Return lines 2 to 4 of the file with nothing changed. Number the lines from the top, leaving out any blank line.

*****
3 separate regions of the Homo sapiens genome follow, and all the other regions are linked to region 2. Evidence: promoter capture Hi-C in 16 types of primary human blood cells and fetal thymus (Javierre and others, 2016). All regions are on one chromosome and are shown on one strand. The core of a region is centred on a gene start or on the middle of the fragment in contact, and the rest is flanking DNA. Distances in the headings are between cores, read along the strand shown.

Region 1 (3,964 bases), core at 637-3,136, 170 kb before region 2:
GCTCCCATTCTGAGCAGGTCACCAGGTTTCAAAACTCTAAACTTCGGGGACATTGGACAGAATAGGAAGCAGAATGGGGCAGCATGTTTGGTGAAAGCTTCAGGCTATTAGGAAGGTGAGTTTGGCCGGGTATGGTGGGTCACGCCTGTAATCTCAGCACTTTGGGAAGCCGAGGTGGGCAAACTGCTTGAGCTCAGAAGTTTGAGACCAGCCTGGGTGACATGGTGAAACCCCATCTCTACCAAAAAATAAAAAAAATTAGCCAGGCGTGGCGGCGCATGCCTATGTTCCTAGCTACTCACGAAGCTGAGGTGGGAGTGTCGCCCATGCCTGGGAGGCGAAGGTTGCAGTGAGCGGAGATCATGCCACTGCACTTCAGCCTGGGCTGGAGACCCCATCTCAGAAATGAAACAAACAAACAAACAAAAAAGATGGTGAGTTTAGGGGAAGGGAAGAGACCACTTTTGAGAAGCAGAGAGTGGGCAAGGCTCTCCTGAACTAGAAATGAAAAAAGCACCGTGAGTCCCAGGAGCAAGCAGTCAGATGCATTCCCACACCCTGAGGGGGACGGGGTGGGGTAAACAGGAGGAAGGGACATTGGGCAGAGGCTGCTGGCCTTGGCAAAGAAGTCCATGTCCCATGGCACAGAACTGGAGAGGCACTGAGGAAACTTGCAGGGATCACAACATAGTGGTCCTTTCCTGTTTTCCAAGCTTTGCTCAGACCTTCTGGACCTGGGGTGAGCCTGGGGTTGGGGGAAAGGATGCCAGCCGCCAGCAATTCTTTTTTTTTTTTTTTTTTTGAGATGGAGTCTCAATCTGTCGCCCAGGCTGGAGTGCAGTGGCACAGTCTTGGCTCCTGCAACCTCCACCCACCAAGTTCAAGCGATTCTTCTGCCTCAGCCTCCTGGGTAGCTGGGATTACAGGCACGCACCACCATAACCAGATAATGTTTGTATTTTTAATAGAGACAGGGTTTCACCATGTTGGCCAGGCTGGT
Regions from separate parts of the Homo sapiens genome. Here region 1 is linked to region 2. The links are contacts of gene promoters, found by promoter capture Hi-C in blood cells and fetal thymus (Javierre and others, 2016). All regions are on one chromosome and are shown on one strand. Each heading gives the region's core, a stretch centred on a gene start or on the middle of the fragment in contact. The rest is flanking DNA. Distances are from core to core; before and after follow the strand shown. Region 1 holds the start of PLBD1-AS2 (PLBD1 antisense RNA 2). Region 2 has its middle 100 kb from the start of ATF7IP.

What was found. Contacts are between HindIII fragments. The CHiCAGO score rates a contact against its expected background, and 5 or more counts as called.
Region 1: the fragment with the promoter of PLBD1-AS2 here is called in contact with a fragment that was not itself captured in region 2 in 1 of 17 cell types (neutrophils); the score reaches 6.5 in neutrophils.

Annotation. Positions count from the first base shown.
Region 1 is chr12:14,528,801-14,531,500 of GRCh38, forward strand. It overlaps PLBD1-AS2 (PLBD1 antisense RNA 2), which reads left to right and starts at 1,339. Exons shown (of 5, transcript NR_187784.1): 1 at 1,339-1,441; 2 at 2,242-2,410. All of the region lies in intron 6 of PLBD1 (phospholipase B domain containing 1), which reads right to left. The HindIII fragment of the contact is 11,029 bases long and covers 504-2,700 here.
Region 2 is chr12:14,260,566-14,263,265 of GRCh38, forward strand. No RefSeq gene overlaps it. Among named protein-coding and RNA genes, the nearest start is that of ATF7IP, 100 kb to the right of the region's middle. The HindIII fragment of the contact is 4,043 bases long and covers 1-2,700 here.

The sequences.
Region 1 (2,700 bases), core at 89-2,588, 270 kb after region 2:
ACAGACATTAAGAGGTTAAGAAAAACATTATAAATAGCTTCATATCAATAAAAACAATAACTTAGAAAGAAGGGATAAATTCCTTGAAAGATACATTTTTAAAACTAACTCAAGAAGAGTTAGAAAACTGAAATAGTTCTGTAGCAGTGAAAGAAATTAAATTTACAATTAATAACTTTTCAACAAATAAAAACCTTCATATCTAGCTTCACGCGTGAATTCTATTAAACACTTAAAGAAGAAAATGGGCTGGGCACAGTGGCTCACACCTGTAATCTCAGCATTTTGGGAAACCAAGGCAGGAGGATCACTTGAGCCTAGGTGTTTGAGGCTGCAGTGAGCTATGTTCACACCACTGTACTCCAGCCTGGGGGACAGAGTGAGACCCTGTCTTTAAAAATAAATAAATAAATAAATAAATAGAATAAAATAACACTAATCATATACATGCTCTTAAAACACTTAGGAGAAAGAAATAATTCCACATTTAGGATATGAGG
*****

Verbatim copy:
Region 1 (3,964 bases), core at 637-3,136, 170 kb before region 2:
GCTCCCATTCTGAGCAGGTCACCAGGTTTCAAAACTCTAAACTTCGGGGACATTGGACAGAATAGGAAGCAGAATGGGGCAGCATGTTTGGTGAAAGCTTCAGGCTATTAGGAAGGTGAGTTTGGCCGGGTATGGTGGGTCACGCCTGTAATCTCAGCACTTTGGGAAGCCGAGGTGGGCAAACTGCTTGAGCTCAGAAGTTTGAGACCAGCCTGGGTGACATGGTGAAACCCCATCTCTACCAAAAAATAAAAAAAATTAGCCAGGCGTGGCGGCGCATGCCTATGTTCCTAGCTACTCACGAAGCTGAGGTGGGAGTGTCGCCCATGCCTGGGAGGCGAAGGTTGCAGTGAGCGGAGATCATGCCACTGCACTTCAGCCTGGGCTGGAGACCCCATCTCAGAAATGAAACAAACAAACAAACAAAAAAGATGGTGAGTTTAGGGGAAGGGAAGAGACCACTTTTGAGAAGCAGAGAGTGGGCAAGGCTCTCCTGAACTAGAAATGAAAAAAGCACCGTGAGTCCCAGGAGCAAGCAGTCAGATGCATTCCCACACCCTGAGGGGGACGGGGTGGGGTAAACAGGAGGAAGGGACATTGGGCAGAGGCTGCTGGCCTTGGCAAAGAAGTCCATGTCCCATGGCACAGAACTGGAGAGGCACTGAGGAAACTTGCAGGGATCACAACATAGTGGTCCTTTCCTGTTTTCCAAGCTTTGCTCAGACCTTCTGGACCTGGGGTGAGCCTGGGGTTGGGGGAAAGGATGCCAGCCGCCAGCAATTCTTTTTTTTTTTTTTTTTTTGAGATGGAGTCTCAATCTGTCGCCCAGGCTGGAGTGCAGTGGCACAGTCTTGGCTCCTGCAACCTCCACCCACCAAGTTCAAGCGATTCTTCTGCCTCAGCCTCCTGGGTAGCTGGGATTACAGGCACGCACCACCATAACCAGATAATGTTTGTATTTTTAATAGAGACAGGGTTTCACCATGTTGGCCAGGCTGGT
Regions from separate parts of the Homo sapiens genome. Here region 1 is linked to region 2. The links are contacts of gene promoters, found by promoter capture Hi-C in blood cells and fetal thymus (Javierre and others, 2016). All regions are on one chromosome and are shown on one strand. Each heading gives the region's core, a stretch centred on a gene start or on the middle of the fragment in contact. The rest is flanking DNA. Distances are from core to core; before and after follow the strand shown. Region 1 holds the start of PLBD1-AS2 (PLBD1 antisense RNA 2). Region 2 has its middle 100 kb from the start of ATF7IP.